Jamaica's opposition party dominates elections
KINGSTON, Jamaica (AP) — Orange-clad supporters of Jamaica's opposition party claimed victory in elections Thursday, a win that would bring the country's first female prime minister back to office for a second time.
It marks a dramatic political comeback for the 66-year-old Portia Simpson Miller, a former prime minister beloved by supporters for her folksy, plain-spoken style.
"Based on the margins, it appears safe to say" that Simpson Miller's party won, Election Director Orrette Fisher said, referring to preliminary results.
Jamaican newspapers and broadcasters called the election for her slightly left-leaning political faction. But Fisher said he is still waiting for all electoral officers to report so a breakdown of the 63 parliamentary seats was not immediately ready. He expected his office to release the official count on Saturday.
The campaign manager for Prime Minister Andrew Holness conceded defeat late Thursday.
"Everything we saw on the campaign trail suggested we would win. We have not won," Karl Samuda told Jamaican broadcaster TVJ. "The people have spoken."
Simpson Miller was Jamaica's first female prime minister in 2006 but was tossed out of office a year later in a narrow election defeat.
She was expected to address backers shortly at party headquarters in Kingston, where more than a thousand visibly elated partisans decked out in the party's color of orange swayed to reggae tunes and clapped hands.
"The people of Jamaica will have something to smile about tonight," Simpson Miller said Thursday afternoon as the island's roughly 6,600 polling stations closed.
Her rival was the 39-year-old Holness, Jamaica's youngest leader.
Holness, who became prime minister two months ago after Bruce Golding, Jamaica's leader since 2007, abruptly stepped down in October amid anemic public backing, won his parliamentary seat with 54 percent of the vote. He did not immediately comment.
Political commentator Patrick Bailey said Holness, who was a respected education minister before becoming prime minister, shouldn't be blamed for the loss.
"In fact, he is the one who made it competitive for the JLP," Bailey said.
Simpson Miller has been a stalwart of the People's National Party since the 1970s. She paints herself as a champion of the poor and was first elected to Parliament in 1976 and became a Cabinet member in 1989.
She became Jamaica's first female prime minister in March 2006 after she was picked by party delegates when P.J. Patterson retired as leader.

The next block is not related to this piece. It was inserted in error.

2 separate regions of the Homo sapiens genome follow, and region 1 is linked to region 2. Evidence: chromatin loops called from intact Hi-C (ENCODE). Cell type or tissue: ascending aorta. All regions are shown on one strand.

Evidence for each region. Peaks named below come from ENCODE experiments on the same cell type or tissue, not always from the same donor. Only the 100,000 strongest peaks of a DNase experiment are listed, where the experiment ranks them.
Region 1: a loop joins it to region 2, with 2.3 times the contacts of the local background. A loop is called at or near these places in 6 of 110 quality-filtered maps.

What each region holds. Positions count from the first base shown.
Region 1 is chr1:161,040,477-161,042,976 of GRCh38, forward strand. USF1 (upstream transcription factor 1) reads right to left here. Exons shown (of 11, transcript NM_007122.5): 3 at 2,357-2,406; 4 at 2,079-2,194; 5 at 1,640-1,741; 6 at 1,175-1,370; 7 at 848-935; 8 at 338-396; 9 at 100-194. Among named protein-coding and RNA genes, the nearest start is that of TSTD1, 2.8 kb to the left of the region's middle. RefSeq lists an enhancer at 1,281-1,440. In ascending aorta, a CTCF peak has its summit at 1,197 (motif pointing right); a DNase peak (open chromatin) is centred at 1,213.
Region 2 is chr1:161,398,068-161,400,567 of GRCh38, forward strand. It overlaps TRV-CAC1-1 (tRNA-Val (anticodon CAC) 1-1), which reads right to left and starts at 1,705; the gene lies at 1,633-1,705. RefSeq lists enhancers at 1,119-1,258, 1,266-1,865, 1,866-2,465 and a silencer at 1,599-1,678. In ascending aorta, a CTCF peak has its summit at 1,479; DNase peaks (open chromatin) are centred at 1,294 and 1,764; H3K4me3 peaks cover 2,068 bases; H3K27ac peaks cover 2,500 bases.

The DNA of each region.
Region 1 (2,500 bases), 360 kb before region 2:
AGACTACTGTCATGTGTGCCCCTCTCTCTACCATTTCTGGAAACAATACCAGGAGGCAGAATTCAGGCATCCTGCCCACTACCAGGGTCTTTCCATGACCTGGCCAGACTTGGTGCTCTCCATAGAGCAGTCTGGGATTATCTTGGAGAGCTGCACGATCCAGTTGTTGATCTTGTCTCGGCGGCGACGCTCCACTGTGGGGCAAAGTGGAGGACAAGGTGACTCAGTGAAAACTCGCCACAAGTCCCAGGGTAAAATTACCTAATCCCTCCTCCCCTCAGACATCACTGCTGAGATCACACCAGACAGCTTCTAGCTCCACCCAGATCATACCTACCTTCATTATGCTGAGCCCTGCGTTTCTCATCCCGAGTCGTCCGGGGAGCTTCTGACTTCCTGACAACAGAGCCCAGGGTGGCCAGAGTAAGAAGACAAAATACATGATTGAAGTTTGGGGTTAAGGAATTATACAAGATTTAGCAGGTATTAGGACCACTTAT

Partisans have long admired Simpson Miller as a Jamaican who was born in rural poverty and grew up in a Kingston ghetto, not far from the crumbling concrete jungle made famous by Bob Marley. Also referred to as "Sista P" and "Comrade Leader," she is known for her folksy style.
During her brief tenure as prime minister, her support waned amid complaints she responded poorly to Hurricane Dean and was evasive about a scandal regarding a Dutch oil trading firm's $460,000 payment to her political party leading up to 2007 elections.
After she was defeated in 2007 elections, she remained leader of the People's National Party, setting the stage for a political comeback.
The two top candidates' different styles were clear while they cast their votes.
Holness is largely seen as unexciting, but bright and pragmatic. He whisked into the voting center in the middle class area of Mona, barely interacting with voters. After being heckled by an opposition partisan, he said he was "very confident" of a Labor victory and departed after quickly taking three questions from reporters.
By contrast, the 66-year-old Simpson Miller, who had been the country's first female prime minister, hugged and chatted with supporters at a school in Whitfield Town, most of them clad in the party's orange.
She has inspired some hope for a struggling nation fed up with chronic hard times.
"She cares about the ghetto people," said Trishette Bond, a twenty-something resident of gritty Trench Town who wore an orange shirt and a bright orange wig to show her allegiance to the People's National Party.
But her party will face deep economic problems in this island of 2.8 million people, with a punishing debt of roughly $18.6 billion, or 130 per cent of gross domestic product. That's a rate about 10 percentage points higher than debt-troubled Italy's.
Veteran opposition lawmaker Omar Davies said one of the first things the People's National Party will do is get "a true assessment of the state of the economy," a dig at Holness' party which suffered from concerns that they rarely provided citizens with a clear picture of the island's dire fiscal straits.
Jamaica began self-rule in 1944 and became independent within the British Commonwealth in 1962.
David McFadden on Twitter: http://twitter.com/dmcfadd